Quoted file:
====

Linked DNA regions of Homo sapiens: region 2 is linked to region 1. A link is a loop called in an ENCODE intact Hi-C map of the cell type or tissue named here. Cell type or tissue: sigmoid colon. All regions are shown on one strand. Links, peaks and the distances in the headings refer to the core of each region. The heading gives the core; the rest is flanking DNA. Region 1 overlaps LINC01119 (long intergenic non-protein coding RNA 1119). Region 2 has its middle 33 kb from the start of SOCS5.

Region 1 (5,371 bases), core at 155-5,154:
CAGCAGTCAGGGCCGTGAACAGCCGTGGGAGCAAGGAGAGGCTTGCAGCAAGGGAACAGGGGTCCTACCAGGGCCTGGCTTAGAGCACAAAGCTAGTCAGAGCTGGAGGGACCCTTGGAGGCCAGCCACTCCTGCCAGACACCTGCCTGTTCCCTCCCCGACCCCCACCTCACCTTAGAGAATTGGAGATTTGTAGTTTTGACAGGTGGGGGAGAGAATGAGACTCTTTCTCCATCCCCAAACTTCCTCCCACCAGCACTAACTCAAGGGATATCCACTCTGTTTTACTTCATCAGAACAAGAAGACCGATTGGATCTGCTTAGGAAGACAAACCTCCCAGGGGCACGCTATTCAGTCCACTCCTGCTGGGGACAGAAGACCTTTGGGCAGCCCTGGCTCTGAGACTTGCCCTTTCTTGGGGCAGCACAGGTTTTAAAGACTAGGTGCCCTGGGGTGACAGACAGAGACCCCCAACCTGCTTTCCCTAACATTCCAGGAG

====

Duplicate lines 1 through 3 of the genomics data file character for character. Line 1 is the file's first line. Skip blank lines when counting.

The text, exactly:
Linked DNA regions of Homo sapiens: region 2 is linked to region 1. A link is a loop called in an ENCODE intact Hi-C map of the cell type or tissue named here. Cell type or tissue: sigmoid colon. All regions are shown on one strand. Links, peaks and the distances in the headings refer to the core of each region. The heading gives the core; the rest is flanking DNA. Region 1 overlaps LINC01119 (long intergenic non-protein coding RNA 1119). Region 2 has its middle 33 kb from the start of SOCS5.

Region 1 (5,371 bases), core at 155-5,154:
CAGCAGTCAGGGCCGTGAACAGCCGTGGGAGCAAGGAGAGGCTTGCAGCAAGGGAACAGGGGTCCTACCAGGGCCTGGCTTAGAGCACAAAGCTAGTCAGAGCTGGAGGGACCCTTGGAGGCCAGCCACTCCTGCCAGACACCTGCCTGTTCCCTCCCCGACCCCCACCTCACCTTAGAGAATTGGAGATTTGTAGTTTTGACAGGTGGGGGAGAGAATGAGACTCTTTCTCCATCCCCAAACTTCCTCCCACCAGCACTAACTCAAGGGATATCCACTCTGTTTTACTTCATCAGAACAAGAAGACCGATTGGATCTGCTTAGGAAGACAAACCTCCCAGGGGCACGCTATTCAGTCCACTCCTGCTGGGGACAGAAGACCTTTGGGCAGCCCTGGCTCTGAGACTTGCCCTTTCTTGGGGCAGCACAGGTTTTAAAGACTAGGTGCCCTGGGGTGACAGACAGAGACCCCCAACCTGCTTTCCCTAACATTCCAGGAG